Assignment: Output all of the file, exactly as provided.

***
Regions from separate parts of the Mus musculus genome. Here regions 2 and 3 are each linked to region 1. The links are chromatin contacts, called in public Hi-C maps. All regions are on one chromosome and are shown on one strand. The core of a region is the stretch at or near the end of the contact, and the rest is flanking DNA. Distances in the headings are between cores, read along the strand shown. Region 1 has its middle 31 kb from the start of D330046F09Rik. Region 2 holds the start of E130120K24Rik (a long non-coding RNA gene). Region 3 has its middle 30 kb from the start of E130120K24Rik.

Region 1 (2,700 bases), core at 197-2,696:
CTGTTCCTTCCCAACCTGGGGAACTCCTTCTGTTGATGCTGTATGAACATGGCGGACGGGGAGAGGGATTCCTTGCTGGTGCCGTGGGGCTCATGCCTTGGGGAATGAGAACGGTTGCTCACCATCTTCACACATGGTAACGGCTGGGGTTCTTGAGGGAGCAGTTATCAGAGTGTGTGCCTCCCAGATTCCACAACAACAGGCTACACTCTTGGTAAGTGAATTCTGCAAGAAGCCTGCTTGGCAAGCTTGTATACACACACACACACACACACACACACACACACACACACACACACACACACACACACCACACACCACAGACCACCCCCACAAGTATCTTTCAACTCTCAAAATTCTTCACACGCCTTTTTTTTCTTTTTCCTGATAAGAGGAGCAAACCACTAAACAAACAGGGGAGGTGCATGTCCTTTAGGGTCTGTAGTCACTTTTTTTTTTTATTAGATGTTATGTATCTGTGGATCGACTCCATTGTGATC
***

Regions from separate parts of the Mus musculus genome. Here regions 2 and 3 are each linked to region 1. The links are chromatin contacts, called in public Hi-C maps. All regions are on one chromosome and are shown on one strand. The core of a region is the stretch at or near the end of the contact, and the rest is flanking DNA. Distances in the headings are between cores, read along the strand shown. Region 1 has its middle 31 kb from the start of D330046F09Rik. Region 2 holds the start of E130120K24Rik (a long non-coding RNA gene). Region 3 has its middle 30 kb from the start of E130120K24Rik.

Region 1 (2,700 bases), core at 197-2,696:
CTGTTCCTTCCCAACCTGGGGAACTCCTTCTGTTGATGCTGTATGAACATGGCGGACGGGGAGAGGGATTCCTTGCTGGTGCCGTGGGGCTCATGCCTTGGGGAATGAGAACGGTTGCTCACCATCTTCACACATGGTAACGGCTGGGGTTCTTGAGGGAGCAGTTATCAGAGTGTGTGCCTCCCAGATTCCACAACAACAGGCTACACTCTTGGTAAGTGAATTCTGCAAGAAGCCTGCTTGGCAAGCTTGTATACACACACACACACACACACACACACACACACACACACACACACACACACACACACCACACACCACAGACCACCCCCACAAGTATCTTTCAACTCTCAAAATTCTTCACACGCCTTTTTTTTCTTTTTCCTGATAAGAGGAGCAAACCACTAAACAAACAGGGGAGGTGCATGTCCTTTAGGGTCTGTAGTCACTTTTTTTTTTTATTAGATGTTATGTATCTGTGGATCGACTCCATTGTGATC